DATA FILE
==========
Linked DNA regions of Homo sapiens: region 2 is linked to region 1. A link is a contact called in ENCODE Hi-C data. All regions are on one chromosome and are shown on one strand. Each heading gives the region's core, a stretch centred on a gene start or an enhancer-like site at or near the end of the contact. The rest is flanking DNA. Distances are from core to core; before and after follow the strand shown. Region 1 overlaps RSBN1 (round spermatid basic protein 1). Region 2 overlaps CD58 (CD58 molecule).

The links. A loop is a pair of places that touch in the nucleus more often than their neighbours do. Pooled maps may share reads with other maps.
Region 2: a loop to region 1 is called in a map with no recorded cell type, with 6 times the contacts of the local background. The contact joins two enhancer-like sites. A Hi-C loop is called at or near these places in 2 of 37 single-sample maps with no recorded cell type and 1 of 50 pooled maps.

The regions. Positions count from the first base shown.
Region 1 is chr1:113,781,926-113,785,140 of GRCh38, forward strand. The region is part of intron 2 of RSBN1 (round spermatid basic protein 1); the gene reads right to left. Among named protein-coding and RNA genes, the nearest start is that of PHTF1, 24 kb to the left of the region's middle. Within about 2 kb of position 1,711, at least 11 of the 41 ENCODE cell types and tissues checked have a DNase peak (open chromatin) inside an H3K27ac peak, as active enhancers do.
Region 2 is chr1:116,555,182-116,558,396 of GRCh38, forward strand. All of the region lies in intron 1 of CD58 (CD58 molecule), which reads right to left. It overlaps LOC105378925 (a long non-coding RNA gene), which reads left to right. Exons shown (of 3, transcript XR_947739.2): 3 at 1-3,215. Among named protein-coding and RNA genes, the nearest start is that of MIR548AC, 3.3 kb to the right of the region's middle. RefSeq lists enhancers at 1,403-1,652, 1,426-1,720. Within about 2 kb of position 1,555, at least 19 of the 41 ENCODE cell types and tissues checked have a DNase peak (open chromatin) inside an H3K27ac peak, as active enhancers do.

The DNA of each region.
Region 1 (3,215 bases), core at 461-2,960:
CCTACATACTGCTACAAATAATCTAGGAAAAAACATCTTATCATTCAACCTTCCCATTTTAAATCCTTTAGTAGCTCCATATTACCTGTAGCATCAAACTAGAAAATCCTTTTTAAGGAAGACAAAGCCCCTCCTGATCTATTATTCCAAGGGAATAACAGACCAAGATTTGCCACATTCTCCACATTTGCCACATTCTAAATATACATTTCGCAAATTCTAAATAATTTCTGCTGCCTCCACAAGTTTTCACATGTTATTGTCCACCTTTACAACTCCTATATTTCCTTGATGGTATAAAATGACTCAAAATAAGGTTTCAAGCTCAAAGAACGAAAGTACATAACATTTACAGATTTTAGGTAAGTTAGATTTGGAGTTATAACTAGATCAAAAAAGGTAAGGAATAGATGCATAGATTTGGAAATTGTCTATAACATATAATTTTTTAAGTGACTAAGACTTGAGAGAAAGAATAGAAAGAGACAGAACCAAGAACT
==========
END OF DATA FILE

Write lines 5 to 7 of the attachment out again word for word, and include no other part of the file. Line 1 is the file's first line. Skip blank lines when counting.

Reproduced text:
Region 1 is chr1:113,781,926-113,785,140 of GRCh38, forward strand. The region is part of intron 2 of RSBN1 (round spermatid basic protein 1); the gene reads right to left. Among named protein-coding and RNA genes, the nearest start is that of PHTF1, 24 kb to the left of the region's middle. Within about 2 kb of position 1,711, at least 11 of the 41 ENCODE cell types and tissues checked have a DNase peak (open chromatin) inside an H3K27ac peak, as active enhancers do.
Region 2 is chr1:116,555,182-116,558,396 of GRCh38, forward strand. All of the region lies in intron 1 of CD58 (CD58 molecule), which reads right to left. It overlaps LOC105378925 (a long non-coding RNA gene), which reads left to right. Exons shown (of 3, transcript XR_947739.2): 3 at 1-3,215. Among named protein-coding and RNA genes, the nearest start is that of MIR548AC, 3.3 kb to the right of the region's middle. RefSeq lists enhancers at 1,403-1,652, 1,426-1,720. Within about 2 kb of position 1,555, at least 19 of the 41 ENCODE cell types and tissues checked have a DNase peak (open chromatin) inside an H3K27ac peak, as active enhancers do.

The DNA of each region.